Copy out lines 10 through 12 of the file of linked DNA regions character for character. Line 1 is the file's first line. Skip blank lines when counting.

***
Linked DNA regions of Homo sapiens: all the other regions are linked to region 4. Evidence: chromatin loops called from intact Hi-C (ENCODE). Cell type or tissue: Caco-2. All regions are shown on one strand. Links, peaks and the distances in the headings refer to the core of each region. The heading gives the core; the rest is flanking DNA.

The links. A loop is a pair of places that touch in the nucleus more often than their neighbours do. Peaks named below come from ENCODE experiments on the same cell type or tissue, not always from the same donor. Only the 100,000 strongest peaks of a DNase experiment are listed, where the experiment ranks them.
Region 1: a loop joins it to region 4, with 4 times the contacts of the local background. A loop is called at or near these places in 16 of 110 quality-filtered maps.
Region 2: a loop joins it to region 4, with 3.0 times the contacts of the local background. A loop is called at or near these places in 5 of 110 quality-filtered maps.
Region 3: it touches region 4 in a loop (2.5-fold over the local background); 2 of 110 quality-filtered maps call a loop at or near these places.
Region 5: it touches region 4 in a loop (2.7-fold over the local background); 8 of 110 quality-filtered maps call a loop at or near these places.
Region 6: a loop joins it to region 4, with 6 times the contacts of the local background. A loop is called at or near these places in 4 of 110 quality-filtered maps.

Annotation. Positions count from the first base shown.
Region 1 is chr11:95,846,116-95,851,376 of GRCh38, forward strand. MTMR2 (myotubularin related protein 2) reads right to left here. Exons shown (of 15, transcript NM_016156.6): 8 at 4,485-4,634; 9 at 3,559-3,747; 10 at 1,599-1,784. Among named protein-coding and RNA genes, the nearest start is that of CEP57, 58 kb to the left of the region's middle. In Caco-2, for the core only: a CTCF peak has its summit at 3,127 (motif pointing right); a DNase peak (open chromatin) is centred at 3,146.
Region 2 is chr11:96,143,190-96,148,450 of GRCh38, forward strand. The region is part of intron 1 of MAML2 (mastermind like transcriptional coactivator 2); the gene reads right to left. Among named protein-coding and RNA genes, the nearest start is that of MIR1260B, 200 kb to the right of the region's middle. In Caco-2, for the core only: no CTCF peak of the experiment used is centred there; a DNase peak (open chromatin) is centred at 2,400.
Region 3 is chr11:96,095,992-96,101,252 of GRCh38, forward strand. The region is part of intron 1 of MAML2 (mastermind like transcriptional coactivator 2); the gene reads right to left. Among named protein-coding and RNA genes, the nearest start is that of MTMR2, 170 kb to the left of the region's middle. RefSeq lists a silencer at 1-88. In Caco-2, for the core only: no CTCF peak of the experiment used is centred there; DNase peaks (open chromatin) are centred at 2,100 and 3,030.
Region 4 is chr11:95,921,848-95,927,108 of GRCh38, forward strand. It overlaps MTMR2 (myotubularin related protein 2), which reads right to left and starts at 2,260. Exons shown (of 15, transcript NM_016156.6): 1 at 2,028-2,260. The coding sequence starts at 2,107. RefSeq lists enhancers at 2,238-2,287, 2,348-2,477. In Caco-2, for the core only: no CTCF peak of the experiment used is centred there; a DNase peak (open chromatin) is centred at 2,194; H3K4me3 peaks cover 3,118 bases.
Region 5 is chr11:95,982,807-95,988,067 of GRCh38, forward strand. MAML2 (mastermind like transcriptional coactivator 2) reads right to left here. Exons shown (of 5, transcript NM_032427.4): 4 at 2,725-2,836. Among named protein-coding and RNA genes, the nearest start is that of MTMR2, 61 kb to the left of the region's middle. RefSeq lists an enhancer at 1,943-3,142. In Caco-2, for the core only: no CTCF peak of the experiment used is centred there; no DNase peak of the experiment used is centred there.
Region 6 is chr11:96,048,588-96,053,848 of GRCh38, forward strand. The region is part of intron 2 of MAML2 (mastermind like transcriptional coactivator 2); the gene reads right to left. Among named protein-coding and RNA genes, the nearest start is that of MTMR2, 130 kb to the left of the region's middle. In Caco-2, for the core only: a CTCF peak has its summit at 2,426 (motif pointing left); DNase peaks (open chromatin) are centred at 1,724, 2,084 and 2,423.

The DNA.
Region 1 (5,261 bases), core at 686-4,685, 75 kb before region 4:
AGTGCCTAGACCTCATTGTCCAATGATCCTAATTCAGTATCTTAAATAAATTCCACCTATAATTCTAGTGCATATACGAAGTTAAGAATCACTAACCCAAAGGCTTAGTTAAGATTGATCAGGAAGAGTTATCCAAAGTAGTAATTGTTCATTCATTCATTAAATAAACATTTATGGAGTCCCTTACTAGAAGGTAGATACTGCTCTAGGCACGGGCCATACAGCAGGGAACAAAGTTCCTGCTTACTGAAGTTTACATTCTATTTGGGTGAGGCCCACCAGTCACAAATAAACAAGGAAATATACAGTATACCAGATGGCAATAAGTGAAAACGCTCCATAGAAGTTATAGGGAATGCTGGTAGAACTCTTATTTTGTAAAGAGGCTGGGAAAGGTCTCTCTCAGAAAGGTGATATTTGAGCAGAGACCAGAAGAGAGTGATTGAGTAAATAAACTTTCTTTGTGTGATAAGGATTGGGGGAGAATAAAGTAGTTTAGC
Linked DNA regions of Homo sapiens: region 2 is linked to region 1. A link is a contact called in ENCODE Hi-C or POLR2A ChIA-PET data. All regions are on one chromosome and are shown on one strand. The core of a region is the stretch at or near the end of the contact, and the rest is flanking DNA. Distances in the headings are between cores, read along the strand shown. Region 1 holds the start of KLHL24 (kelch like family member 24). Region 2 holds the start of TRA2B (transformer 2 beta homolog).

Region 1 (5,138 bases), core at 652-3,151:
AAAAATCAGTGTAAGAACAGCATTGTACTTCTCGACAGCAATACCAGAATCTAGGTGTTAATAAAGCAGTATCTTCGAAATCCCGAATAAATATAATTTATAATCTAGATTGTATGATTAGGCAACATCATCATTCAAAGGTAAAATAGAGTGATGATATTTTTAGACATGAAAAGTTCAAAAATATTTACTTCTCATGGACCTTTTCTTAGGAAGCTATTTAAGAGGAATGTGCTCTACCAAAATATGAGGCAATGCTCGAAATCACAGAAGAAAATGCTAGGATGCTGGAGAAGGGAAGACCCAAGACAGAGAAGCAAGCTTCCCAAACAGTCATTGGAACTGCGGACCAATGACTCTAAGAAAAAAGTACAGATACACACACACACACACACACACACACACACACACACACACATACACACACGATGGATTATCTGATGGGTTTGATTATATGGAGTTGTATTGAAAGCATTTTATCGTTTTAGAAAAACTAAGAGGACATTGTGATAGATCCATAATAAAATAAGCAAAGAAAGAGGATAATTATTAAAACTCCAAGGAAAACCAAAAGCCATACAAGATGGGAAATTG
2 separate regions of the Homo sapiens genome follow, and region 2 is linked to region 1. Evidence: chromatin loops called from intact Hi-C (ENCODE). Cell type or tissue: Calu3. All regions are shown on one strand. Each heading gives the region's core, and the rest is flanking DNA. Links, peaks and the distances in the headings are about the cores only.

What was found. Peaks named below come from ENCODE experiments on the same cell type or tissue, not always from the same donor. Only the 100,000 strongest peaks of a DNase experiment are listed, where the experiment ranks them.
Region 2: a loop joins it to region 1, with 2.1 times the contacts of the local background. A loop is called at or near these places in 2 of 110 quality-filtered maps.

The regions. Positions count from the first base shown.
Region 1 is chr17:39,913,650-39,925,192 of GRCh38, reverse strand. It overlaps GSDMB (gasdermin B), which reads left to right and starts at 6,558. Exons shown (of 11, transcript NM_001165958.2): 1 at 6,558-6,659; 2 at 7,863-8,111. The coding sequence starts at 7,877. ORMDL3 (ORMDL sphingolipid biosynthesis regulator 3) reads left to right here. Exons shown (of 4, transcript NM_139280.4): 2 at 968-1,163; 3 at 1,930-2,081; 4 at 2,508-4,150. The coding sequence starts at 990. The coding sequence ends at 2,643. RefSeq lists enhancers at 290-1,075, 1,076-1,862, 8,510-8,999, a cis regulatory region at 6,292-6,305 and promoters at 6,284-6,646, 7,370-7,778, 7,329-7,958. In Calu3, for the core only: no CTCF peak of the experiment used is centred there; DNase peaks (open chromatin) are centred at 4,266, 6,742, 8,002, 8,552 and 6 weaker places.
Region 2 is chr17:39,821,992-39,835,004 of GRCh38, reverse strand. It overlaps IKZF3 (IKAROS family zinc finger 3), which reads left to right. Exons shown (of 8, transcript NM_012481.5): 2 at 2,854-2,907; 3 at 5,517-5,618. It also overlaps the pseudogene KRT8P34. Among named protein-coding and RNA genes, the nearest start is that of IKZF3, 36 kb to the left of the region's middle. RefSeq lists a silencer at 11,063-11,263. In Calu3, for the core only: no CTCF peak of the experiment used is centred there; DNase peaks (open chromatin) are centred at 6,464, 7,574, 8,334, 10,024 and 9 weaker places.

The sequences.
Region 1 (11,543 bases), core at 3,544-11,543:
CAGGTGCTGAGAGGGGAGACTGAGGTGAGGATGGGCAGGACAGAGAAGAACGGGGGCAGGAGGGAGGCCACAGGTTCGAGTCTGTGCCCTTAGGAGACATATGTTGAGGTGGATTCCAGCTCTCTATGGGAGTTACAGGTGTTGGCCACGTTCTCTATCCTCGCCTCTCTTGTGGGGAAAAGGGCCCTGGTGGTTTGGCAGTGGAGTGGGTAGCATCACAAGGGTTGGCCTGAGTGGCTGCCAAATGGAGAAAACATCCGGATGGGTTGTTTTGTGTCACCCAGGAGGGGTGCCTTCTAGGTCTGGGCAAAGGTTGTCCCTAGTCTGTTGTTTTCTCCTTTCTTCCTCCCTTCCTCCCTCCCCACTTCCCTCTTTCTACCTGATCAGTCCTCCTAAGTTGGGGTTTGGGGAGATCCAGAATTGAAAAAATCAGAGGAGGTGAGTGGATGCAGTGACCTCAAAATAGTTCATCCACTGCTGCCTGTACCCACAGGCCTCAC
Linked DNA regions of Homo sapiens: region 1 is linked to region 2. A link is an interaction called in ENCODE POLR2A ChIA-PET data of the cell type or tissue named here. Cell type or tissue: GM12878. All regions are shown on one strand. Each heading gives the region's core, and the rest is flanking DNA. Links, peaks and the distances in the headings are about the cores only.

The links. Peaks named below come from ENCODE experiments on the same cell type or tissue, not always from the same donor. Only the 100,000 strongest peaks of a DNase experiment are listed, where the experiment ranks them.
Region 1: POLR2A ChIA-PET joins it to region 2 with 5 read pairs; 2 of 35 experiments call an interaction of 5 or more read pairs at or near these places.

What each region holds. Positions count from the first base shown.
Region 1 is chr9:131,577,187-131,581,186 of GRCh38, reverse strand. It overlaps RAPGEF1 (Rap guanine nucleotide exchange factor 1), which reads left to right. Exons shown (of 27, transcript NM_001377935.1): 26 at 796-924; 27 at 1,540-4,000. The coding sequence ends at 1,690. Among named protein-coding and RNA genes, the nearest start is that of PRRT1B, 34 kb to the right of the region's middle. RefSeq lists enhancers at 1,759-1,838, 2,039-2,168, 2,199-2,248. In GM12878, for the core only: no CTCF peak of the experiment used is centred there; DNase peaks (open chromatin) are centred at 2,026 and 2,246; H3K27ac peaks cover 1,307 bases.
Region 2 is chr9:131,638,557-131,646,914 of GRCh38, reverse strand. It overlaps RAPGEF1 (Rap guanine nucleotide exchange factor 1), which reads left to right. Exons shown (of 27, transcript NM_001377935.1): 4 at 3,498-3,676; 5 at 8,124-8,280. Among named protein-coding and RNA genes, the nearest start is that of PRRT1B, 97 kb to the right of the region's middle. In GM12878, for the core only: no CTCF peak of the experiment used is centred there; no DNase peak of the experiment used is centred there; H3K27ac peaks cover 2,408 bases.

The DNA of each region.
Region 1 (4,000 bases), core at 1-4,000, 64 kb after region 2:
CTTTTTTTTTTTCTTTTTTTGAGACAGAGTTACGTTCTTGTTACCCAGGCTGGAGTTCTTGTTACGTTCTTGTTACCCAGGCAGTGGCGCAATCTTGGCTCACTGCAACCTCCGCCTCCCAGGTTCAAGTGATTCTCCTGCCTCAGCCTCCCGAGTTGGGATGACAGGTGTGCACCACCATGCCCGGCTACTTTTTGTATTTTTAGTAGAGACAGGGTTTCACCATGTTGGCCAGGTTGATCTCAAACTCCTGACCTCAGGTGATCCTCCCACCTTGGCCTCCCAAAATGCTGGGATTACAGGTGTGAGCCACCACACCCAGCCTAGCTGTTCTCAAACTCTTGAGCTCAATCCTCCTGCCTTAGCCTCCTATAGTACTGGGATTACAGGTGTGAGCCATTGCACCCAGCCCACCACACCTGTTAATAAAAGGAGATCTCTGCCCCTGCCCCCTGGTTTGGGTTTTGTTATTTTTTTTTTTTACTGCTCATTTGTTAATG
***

Region 2 is chr11:96,143,190-96,148,450 of GRCh38, forward strand. The region is part of intron 1 of MAML2 (mastermind like transcriptional coactivator 2); the gene reads right to left. Among named protein-coding and RNA genes, the nearest start is that of MIR1260B, 200 kb to the right of the region's middle. In Caco-2, for the core only: no CTCF peak of the experiment used is centred there; a DNase peak (open chromatin) is centred at 2,400.
Region 3 is chr11:96,095,992-96,101,252 of GRCh38, forward strand. The region is part of intron 1 of MAML2 (mastermind like transcriptional coactivator 2); the gene reads right to left. Among named protein-coding and RNA genes, the nearest start is that of MTMR2, 170 kb to the left of the region's middle. RefSeq lists a silencer at 1-88. In Caco-2, for the core only: no CTCF peak of the experiment used is centred there; DNase peaks (open chromatin) are centred at 2,100 and 3,030.
Region 4 is chr11:95,921,848-95,927,108 of GRCh38, forward strand. It overlaps MTMR2 (myotubularin related protein 2), which reads right to left and starts at 2,260. Exons shown (of 15, transcript NM_016156.6): 1 at 2,028-2,260. The coding sequence starts at 2,107. RefSeq lists enhancers at 2,238-2,287, 2,348-2,477. In Caco-2, for the core only: no CTCF peak of the experiment used is centred there; a DNase peak (open chromatin) is centred at 2,194; H3K4me3 peaks cover 3,118 bases.